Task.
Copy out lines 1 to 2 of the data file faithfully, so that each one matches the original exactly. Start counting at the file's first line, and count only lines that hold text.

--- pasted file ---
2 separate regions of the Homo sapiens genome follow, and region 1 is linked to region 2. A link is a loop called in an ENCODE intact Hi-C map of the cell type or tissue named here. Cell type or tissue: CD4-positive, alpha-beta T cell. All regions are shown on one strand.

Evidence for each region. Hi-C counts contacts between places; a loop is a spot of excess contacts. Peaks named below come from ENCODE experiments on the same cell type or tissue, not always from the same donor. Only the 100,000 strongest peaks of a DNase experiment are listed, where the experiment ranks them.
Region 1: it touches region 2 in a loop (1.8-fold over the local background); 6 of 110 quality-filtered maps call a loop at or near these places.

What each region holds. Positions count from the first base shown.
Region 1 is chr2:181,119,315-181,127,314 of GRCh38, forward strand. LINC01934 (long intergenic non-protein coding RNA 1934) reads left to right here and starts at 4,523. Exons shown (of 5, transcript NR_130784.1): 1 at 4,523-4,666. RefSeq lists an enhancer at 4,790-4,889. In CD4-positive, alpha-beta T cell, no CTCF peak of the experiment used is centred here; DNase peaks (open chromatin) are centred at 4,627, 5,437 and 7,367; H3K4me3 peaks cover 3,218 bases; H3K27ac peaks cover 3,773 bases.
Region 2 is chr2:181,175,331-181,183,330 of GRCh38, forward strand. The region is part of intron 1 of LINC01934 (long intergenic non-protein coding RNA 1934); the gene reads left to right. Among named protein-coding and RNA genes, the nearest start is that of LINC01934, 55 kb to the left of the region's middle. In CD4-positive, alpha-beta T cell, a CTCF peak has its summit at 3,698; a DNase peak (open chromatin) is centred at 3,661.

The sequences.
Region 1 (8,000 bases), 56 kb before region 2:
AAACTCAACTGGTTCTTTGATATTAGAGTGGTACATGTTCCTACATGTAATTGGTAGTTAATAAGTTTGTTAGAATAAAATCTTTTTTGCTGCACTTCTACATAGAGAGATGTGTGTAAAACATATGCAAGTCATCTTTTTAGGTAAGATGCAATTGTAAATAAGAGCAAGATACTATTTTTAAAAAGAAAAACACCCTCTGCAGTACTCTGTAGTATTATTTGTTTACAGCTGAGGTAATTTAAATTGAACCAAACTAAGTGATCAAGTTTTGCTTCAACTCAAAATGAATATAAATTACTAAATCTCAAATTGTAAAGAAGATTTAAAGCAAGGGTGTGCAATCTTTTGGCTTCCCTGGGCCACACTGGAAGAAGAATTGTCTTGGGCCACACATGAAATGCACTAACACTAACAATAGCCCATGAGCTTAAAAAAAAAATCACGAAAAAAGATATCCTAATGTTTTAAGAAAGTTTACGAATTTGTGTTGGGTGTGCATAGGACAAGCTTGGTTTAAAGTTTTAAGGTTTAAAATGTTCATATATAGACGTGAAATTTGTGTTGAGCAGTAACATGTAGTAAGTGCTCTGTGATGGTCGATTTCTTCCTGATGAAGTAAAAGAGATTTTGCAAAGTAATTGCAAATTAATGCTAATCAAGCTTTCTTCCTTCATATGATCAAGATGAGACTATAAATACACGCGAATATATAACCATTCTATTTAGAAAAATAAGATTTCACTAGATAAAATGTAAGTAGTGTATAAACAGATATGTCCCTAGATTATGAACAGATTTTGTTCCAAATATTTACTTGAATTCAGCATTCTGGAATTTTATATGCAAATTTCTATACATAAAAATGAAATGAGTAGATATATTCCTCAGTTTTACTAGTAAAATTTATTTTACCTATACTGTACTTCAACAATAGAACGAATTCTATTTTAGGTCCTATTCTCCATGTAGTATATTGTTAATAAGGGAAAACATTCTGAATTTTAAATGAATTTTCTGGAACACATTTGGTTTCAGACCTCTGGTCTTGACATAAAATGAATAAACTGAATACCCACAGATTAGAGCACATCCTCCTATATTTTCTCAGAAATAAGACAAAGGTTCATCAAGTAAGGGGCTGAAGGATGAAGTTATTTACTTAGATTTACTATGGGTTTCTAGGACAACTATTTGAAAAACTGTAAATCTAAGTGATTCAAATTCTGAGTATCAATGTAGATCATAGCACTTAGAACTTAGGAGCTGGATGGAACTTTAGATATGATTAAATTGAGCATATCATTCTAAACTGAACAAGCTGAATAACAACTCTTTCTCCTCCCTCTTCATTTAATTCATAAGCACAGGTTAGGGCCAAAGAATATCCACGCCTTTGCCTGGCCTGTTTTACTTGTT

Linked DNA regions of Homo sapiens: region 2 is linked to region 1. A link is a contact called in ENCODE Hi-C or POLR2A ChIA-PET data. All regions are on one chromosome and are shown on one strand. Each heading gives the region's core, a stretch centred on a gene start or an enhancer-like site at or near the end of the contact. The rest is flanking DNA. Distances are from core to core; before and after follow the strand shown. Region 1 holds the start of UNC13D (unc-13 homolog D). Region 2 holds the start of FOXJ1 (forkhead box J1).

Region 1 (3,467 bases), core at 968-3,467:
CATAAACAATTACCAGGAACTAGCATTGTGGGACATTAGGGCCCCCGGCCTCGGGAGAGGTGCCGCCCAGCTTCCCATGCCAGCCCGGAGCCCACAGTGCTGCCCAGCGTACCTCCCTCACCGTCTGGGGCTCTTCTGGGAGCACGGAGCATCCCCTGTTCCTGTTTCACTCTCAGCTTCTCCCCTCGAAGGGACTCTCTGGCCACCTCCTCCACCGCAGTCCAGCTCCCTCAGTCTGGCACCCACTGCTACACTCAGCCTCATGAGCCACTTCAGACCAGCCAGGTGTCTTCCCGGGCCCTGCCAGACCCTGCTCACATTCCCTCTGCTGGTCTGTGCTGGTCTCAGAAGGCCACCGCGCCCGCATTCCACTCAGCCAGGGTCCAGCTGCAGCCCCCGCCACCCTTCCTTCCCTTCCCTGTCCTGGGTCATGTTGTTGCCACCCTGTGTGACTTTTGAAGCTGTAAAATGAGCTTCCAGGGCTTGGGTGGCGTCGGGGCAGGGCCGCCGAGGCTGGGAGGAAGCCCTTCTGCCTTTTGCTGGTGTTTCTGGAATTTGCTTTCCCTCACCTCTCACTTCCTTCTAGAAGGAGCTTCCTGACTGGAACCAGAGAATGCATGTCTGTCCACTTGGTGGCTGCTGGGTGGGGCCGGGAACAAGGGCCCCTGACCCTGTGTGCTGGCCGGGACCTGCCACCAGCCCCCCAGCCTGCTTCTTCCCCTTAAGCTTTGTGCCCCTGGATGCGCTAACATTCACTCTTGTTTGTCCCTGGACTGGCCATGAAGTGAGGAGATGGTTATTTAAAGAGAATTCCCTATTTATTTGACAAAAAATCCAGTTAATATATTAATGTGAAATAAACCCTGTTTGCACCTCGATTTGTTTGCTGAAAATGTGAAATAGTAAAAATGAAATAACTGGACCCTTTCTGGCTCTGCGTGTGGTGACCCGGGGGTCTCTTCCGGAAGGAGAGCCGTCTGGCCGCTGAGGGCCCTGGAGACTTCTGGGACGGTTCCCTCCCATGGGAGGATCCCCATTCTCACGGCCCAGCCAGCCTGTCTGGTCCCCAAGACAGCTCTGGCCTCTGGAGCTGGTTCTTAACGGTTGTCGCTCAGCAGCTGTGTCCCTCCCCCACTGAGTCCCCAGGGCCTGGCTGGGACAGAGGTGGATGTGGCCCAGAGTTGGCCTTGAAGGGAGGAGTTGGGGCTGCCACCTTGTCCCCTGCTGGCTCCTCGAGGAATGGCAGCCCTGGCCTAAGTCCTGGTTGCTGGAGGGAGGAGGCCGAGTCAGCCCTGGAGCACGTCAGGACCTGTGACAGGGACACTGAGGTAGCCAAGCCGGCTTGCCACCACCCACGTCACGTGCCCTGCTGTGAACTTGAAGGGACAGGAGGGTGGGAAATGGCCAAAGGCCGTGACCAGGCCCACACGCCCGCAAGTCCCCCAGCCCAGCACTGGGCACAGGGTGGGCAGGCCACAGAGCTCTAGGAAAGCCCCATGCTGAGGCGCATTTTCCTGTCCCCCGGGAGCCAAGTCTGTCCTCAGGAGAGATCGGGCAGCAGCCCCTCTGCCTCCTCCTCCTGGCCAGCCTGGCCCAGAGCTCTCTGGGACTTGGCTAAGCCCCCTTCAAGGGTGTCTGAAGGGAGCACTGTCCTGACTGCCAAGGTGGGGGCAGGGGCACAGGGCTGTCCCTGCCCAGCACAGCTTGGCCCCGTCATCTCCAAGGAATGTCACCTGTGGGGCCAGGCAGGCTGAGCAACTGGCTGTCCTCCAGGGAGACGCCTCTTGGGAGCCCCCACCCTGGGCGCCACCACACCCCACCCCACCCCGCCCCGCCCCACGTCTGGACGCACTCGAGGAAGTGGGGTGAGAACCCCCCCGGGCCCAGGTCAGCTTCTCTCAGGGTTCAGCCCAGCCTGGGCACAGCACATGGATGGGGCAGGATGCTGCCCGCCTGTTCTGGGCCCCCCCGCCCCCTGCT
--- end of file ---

2 separate regions of the Homo sapiens genome follow, and region 1 is linked to region 2. A link is a loop called in an ENCODE intact Hi-C map of the cell type or tissue named here. Cell type or tissue: CD4-positive, alpha-beta T cell. All regions are shown on one strand.

Evidence for each region. Hi-C counts contacts between places; a loop is a spot of excess contacts. Peaks named below come from ENCODE experiments on the same cell type or tissue, not always from the same donor. Only the 100,000 strongest peaks of a DNase experiment are listed, where the experiment ranks them.